Energy associated with the movement of atoms and molecules is called thermal energy. Thermal energy that is transferred to an object (for example, a lamb sitting under an infrared lamp) is called heat.
In the atmosphere some gases absorb infrared and produce heat. But not all gases are greenhouse gases. To make a good greenhouse gas, a molecule must possess an uneven charge distribution, called a dipole moment.
When a molecule with a dipole moment vibrates, the opposite charges alternately move closer together and farther apart. It takes energy to move the charges farther apart, which can be supplied by infrared light. Energy is released as heat when the charges move closer together, causing an increase in temperature. The water molecule has partial negative (δ-) and partial positive (δ+) charges and therefore possesses a dipole and is a potent greenhouse gas (Figure 1).
Carbon dioxide possessed two dipole moments but the molecule is linear, so the dipole moments cancel each other out. For this reason you might not expect carbon dioxide to act as a greenhouse gas. However, certain vibrations can torque the molecule, producing a temporary induced dipole (Figure 2). When the induced dipole disappears, energy is re-released as heat. In other words, carbon dioxide acts as a greenhouse gas.
You don’t need fancy lab equipment to observe carbon dioxide behaving as a greenhouse gas. Just take two, 2-liter soda bottles and fill each half way with water. Drop an Alka-Seltzer tablet in one (the tablet produces carbon dioxide when it dissolves). Cap the bottles and place in the warm sun, measuring the temperature at the beginning and again an hour later. The Alka-Seltzer bottle, which contains more carbon dioxide, will be several degrees warmer than the bottle with water only.
Many arsenic compounds are colorless, odorless, and tasteless, and before the mid-eighteen hundreds arsenic could not be easily detected in the body. For these reasons arsenic was the poison of choice in the Middle Ages. In fact, so many aristocrats were offed by arsenic that it became known as “the king of poisons, and the poison of kings” (1). But why is arsenic poisonous? To answer this question, we need to take a look at arsenic’s chemistry.
Arsenic is an element, meaning that it is composed of a single type of atom. The arrangement of electrons in the arsenic (As) atom and another atom, called phosphorus (P), is shown in the Bohr models below. Notice a similarity?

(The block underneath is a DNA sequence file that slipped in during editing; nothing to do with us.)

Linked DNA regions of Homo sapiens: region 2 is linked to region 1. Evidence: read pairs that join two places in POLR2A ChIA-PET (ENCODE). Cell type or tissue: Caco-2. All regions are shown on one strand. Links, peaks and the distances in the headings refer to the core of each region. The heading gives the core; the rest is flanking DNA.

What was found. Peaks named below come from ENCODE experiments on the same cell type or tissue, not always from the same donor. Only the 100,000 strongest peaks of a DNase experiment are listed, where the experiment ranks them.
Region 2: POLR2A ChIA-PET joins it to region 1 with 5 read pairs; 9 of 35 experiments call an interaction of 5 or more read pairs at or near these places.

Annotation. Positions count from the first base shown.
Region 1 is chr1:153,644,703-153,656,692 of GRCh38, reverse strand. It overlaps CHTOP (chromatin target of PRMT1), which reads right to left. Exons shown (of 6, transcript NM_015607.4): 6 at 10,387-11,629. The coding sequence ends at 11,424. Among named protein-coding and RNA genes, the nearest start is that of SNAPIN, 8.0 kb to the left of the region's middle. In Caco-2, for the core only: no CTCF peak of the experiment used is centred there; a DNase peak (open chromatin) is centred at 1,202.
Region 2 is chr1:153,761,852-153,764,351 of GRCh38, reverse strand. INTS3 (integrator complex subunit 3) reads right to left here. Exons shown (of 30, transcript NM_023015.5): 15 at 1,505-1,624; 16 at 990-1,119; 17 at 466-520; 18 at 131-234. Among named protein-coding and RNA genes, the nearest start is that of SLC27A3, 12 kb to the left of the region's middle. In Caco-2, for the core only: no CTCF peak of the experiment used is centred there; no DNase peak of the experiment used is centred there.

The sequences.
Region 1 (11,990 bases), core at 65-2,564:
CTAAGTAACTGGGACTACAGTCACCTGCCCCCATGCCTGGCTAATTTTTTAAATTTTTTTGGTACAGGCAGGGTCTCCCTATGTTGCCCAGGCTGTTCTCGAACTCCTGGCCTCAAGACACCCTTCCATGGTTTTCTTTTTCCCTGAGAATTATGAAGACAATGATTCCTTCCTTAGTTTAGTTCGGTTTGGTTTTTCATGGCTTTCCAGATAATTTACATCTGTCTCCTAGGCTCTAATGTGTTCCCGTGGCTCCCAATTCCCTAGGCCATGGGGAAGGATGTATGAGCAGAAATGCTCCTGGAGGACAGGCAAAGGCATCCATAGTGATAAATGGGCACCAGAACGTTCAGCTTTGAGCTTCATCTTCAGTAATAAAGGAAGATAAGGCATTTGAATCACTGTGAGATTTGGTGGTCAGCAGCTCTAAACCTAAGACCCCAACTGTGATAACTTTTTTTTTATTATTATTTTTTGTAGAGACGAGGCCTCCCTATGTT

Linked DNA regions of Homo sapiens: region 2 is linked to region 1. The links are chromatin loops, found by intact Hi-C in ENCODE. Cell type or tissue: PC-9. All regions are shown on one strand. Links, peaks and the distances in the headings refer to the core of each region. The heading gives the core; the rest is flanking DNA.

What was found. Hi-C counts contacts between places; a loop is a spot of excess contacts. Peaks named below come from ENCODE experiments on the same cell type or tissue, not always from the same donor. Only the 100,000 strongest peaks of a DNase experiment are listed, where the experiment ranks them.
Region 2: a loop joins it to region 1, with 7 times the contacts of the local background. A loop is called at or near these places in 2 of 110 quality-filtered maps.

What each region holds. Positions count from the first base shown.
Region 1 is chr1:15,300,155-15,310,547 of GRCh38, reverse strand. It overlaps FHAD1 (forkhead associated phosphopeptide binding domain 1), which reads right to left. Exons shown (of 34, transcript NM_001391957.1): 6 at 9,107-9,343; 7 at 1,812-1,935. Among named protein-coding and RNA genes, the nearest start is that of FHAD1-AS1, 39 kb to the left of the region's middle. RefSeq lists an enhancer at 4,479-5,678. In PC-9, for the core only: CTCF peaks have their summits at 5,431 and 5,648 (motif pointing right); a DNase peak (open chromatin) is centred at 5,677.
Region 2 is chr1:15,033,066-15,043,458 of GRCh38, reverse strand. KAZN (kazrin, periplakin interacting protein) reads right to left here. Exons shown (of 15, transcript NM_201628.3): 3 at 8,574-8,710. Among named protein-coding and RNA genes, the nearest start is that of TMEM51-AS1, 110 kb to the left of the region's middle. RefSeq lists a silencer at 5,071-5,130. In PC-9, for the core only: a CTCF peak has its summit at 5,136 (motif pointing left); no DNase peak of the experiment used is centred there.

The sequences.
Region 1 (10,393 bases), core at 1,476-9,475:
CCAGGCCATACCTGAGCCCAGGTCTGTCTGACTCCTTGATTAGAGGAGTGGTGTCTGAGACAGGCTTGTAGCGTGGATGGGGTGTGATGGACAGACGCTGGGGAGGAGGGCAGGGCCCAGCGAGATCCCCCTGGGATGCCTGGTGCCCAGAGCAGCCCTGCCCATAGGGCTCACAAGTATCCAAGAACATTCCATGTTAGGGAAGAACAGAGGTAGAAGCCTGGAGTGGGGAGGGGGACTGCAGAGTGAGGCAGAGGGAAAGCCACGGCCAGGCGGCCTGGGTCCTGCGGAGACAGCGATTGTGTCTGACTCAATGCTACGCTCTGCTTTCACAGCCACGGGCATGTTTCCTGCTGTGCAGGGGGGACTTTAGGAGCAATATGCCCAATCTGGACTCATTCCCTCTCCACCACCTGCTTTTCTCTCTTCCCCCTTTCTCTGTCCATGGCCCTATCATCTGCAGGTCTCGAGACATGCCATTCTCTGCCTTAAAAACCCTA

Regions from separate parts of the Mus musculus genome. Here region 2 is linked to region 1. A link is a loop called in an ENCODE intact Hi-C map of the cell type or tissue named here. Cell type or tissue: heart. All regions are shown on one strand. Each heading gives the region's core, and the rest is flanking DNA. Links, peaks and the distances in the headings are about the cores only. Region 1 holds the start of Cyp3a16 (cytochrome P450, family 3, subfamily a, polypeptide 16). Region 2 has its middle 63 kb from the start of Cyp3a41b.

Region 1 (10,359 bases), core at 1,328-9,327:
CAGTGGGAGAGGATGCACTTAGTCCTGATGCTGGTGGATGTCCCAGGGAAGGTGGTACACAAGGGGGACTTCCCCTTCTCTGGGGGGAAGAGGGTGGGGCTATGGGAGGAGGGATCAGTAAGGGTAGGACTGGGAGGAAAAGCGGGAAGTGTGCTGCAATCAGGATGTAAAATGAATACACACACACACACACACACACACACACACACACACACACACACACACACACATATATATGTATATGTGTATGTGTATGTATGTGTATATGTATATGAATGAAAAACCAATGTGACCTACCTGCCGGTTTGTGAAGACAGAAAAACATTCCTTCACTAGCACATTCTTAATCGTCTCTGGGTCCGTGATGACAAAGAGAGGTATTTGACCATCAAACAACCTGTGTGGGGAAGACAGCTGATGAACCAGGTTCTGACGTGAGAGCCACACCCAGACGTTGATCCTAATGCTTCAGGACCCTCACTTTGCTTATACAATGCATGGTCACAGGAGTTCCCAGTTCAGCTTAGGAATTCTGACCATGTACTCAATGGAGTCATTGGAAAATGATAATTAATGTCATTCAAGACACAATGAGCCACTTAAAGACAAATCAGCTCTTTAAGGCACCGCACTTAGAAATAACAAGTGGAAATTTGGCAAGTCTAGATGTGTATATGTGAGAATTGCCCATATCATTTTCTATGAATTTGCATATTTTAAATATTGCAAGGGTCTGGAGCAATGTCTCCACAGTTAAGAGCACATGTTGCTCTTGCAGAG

In both phosphorous and arsenic the outermost electrons shell, called the valence shell, is partly filled with five valence electrons. A partly filled valence shell is less stable than a full shell, and atoms with a partly filled shell tend to transfer or share electrons to achieve a more stable electron configuration. When electrons are transferred or shared, a compound is formed.
Since arsenic and phosphorous have the same number of valence electrons, they tend to form similar compounds. For example, phosphorous forms a compound called phosphate, and arsenic forms an analogous compound called arsenate.
Phosphate is found in many biological molecules, including DNA and an important cellular fuel called ATP.
Arsenate can be accidentally incorporated into biological molecules in place of phosphate. If arsenate was exactly the same as phosphate this wouldn’t matter. But it’s not. Look again at the Bohr models. The arsenic atom has a whole extra row of electrons, which means that it is slightly bigger. And this slightly bigger size makes a really big difference.
To see why, let’s consider a reaction called hydrolysis. Hydro means “water” and lysis means “unbind”, so hydrolysis literally means “to unbind with water”. In the hydrolysis reaction shown below, a water molecules removes (or unbinds) a phosphate from ATP.
A lot of energy is released when the phosphate is removed. But often, the water molecule just can’t get close enough to react. This means that the ATP fuel is pretty stable: it sits there in the cell, until the cell is ready to use it.